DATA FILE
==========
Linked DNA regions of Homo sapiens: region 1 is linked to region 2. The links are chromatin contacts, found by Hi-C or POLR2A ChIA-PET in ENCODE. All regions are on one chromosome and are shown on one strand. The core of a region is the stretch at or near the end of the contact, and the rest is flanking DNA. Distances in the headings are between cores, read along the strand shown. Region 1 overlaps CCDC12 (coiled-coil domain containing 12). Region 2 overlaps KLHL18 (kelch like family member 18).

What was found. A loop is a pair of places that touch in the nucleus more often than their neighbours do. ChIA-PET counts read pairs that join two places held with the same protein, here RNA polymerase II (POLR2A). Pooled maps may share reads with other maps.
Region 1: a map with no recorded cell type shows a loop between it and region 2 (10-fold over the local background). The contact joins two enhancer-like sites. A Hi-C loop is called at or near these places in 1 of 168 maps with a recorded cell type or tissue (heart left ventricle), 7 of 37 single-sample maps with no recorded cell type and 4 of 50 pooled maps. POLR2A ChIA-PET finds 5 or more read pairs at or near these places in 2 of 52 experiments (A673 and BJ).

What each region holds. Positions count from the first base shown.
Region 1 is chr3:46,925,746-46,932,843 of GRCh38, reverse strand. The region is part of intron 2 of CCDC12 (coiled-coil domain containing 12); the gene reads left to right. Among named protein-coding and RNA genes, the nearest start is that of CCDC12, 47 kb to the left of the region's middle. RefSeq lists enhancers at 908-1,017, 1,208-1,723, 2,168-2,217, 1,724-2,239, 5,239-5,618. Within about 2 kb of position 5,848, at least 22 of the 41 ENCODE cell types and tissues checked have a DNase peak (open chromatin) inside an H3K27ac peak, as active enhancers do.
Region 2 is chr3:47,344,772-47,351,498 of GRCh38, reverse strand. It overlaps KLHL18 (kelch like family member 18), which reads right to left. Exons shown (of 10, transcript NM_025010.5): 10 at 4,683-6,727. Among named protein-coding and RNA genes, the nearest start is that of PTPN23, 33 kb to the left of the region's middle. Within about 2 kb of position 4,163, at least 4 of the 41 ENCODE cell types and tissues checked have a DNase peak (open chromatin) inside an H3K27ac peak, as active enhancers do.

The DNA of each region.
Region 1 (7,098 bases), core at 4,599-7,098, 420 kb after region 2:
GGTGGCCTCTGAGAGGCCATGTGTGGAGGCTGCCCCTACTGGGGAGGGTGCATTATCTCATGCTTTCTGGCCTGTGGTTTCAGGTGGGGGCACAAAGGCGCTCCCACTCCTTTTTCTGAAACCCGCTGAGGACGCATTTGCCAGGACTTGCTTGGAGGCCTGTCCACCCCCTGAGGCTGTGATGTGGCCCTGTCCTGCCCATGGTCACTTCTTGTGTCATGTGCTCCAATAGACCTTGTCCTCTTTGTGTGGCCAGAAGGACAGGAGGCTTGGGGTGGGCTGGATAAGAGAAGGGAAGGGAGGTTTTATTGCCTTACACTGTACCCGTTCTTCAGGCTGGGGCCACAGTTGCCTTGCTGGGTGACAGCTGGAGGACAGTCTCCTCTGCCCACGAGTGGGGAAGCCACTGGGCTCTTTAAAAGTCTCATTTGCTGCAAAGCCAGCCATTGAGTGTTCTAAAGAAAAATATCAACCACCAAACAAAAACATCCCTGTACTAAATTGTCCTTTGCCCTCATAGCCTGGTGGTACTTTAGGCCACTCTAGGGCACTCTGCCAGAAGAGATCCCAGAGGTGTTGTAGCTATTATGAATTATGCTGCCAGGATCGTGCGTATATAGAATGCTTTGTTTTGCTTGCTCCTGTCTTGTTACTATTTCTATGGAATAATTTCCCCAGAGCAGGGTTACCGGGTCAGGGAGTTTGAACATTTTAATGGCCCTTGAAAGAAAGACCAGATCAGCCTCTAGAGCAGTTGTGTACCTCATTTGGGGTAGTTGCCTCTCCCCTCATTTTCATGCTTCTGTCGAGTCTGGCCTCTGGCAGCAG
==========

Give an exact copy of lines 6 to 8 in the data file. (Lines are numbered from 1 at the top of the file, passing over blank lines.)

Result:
Region 2 is chr3:47,344,772-47,351,498 of GRCh38, reverse strand. It overlaps KLHL18 (kelch like family member 18), which reads right to left. Exons shown (of 10, transcript NM_025010.5): 10 at 4,683-6,727. Among named protein-coding and RNA genes, the nearest start is that of PTPN23, 33 kb to the left of the region's middle. Within about 2 kb of position 4,163, at least 4 of the 41 ENCODE cell types and tissues checked have a DNase peak (open chromatin) inside an H3K27ac peak, as active enhancers do.

The DNA of each region.
Region 1 (7,098 bases), core at 4,599-7,098, 420 kb after region 2: